Thursday, December 02, 2010

December 2


Today, we went to visit our friend Renee.  The Renee with the lions at her house.  Don’t worry, they are just statues.  When I told Maren we were going there, Annie said she wanted to go too.  So we went after school and in a few minutes, the girls were happily eating brownies and drinking pop in front of Nick Jr. on the flat screen.

Renee grew up in Luxembourg and was a war bride.  She got married at 17 and moved to northern Minnesota.  It was a major culture shock.  She speaks German, French and the language of Luxembourg.  We talked about her family, growing up, and her career. 

We also talked about marriage.  It’s funny to listen to someone who has been married well over sixty years talk about the ups and downs of marriage.  Things like why she went back to work and how it makes her crazy that her husband is rearranging everything in her kitchen.  She shared about the struggles they’ve had over the years.  Sometimes, when I look at couples who have been married for a long time it seems things have been so easy for them.  They are comfortably retired and have a nice family and house.  But that’s not the whole story.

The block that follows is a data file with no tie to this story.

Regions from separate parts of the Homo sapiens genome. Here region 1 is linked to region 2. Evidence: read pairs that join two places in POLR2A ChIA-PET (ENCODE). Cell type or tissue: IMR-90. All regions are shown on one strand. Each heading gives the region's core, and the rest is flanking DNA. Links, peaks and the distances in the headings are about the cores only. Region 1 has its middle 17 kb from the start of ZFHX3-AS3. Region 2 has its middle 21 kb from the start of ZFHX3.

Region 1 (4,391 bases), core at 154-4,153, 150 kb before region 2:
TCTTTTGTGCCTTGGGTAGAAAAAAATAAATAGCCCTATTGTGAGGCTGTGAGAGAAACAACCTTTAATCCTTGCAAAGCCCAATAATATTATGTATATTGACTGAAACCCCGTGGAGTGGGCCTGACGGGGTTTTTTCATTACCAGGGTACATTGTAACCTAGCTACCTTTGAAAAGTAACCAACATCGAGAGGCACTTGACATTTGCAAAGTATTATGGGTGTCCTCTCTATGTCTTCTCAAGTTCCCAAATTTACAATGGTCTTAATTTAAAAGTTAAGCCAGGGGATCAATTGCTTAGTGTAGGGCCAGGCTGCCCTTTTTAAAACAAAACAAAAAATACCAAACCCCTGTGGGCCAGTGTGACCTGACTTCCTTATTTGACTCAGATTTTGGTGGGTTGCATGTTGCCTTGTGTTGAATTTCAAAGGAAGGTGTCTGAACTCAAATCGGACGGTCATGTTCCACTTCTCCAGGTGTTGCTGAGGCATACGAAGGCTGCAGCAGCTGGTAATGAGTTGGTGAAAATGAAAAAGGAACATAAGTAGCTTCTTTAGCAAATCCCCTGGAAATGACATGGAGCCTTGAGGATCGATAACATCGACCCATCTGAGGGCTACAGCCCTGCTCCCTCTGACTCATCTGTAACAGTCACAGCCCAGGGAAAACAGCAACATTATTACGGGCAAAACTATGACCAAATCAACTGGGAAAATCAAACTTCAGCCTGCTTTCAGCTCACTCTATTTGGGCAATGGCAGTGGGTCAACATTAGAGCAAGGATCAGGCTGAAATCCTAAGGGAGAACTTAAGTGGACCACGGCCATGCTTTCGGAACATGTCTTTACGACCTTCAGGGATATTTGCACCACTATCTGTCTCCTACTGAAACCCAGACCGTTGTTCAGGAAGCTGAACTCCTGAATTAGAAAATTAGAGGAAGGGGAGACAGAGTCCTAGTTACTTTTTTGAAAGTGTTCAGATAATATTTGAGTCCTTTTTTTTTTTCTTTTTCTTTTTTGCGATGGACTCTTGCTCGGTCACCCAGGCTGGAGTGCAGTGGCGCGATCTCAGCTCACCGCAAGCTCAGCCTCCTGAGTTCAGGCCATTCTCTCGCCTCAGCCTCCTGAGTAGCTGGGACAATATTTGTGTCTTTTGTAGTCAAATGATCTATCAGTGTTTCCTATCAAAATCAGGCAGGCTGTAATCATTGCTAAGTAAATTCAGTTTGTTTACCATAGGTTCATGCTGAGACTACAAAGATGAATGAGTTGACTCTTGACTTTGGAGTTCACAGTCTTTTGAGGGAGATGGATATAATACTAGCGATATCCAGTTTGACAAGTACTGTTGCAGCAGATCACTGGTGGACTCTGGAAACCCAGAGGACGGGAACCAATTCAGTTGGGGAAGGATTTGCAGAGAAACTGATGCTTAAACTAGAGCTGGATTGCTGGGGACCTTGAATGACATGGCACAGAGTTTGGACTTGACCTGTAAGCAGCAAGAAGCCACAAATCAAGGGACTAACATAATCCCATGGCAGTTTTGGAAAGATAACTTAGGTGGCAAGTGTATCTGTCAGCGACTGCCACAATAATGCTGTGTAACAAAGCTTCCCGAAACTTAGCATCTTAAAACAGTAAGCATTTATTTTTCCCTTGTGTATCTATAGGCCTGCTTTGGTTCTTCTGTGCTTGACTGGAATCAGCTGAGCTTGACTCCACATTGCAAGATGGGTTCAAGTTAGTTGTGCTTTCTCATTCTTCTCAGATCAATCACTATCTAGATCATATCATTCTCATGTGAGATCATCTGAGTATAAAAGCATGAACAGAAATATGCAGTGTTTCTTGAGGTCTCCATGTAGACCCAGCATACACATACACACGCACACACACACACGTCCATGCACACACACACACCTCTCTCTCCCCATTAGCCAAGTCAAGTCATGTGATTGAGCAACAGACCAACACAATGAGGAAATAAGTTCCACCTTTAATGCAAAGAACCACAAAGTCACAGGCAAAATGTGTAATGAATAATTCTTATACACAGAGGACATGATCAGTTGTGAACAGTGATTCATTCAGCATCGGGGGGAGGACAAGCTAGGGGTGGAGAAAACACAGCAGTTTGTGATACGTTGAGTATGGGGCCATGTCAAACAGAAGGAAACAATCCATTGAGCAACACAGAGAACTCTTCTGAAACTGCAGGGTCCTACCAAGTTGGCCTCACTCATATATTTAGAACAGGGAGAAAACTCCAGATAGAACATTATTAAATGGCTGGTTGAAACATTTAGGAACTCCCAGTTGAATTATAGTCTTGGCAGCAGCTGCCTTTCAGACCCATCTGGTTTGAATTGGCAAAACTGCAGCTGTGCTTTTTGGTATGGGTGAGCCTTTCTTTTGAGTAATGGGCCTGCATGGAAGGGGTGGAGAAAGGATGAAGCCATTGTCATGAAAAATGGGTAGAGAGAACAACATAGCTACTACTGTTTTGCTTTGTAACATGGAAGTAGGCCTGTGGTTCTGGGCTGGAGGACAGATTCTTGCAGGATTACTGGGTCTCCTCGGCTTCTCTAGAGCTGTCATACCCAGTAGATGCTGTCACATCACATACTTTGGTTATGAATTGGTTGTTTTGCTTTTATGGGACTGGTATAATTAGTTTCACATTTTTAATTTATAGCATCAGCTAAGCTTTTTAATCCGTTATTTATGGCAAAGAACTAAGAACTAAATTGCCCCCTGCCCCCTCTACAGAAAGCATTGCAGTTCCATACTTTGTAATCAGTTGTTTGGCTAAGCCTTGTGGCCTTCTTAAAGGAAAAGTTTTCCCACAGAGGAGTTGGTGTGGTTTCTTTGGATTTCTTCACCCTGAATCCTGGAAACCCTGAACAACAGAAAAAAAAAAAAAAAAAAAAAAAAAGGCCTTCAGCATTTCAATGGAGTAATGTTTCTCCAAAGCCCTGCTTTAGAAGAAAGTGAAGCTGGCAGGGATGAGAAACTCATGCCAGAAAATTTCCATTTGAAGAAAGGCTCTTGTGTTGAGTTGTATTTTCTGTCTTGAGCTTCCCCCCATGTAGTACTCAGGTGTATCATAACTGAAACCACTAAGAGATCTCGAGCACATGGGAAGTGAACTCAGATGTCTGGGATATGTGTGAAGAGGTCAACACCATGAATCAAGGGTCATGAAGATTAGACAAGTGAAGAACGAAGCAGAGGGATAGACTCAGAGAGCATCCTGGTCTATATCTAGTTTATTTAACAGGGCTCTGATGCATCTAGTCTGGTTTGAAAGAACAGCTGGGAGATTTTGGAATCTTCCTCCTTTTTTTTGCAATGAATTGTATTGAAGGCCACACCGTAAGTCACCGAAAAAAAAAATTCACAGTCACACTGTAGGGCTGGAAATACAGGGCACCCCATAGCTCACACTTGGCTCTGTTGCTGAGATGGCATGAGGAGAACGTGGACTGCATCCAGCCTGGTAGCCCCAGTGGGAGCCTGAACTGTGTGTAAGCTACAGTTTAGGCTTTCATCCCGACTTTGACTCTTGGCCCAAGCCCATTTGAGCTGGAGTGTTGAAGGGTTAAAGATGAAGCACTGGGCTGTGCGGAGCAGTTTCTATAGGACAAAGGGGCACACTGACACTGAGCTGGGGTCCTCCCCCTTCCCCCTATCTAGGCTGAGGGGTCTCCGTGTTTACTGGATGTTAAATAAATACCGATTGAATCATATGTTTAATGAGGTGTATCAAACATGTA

I remembered last week when we had lunch with a couple from church that shares our anniversary.  They have been married 47 years and called us kids.  They too shared about the years that were difficult, stressful and just plain not easy.

I started to realize something that’s important to my marriage.  More important than date night and communication and love languages.  The things these couples show us is real: brokenness, transparency, patience and faithfulness.  As a young(ish) married couple, it’s so important to spend time with people who have been doing the marriage thing longer than we have been alive.  They are a wealth of encouragement, honesty and inspiration.  They’ve been through rough times, trials, death, health issues, financial pressures and survived.  And thrived.   

So maybe our “young married’s” classes or same-aged small groups aren’t the best idea.  Our churches and lives are full of this wisdom but we often write them off as out of date or out of touch.  We need to connect to people with wisdom and experience. 

Even though I went to visit Renee as a gift to her, I was the one that was blessed.  I couldn’t be more thankful for the gift I was given.  As I was leaving, she patted my hand and told me if I ever needed someone to talk to she was there.  And I might just take her up on that.

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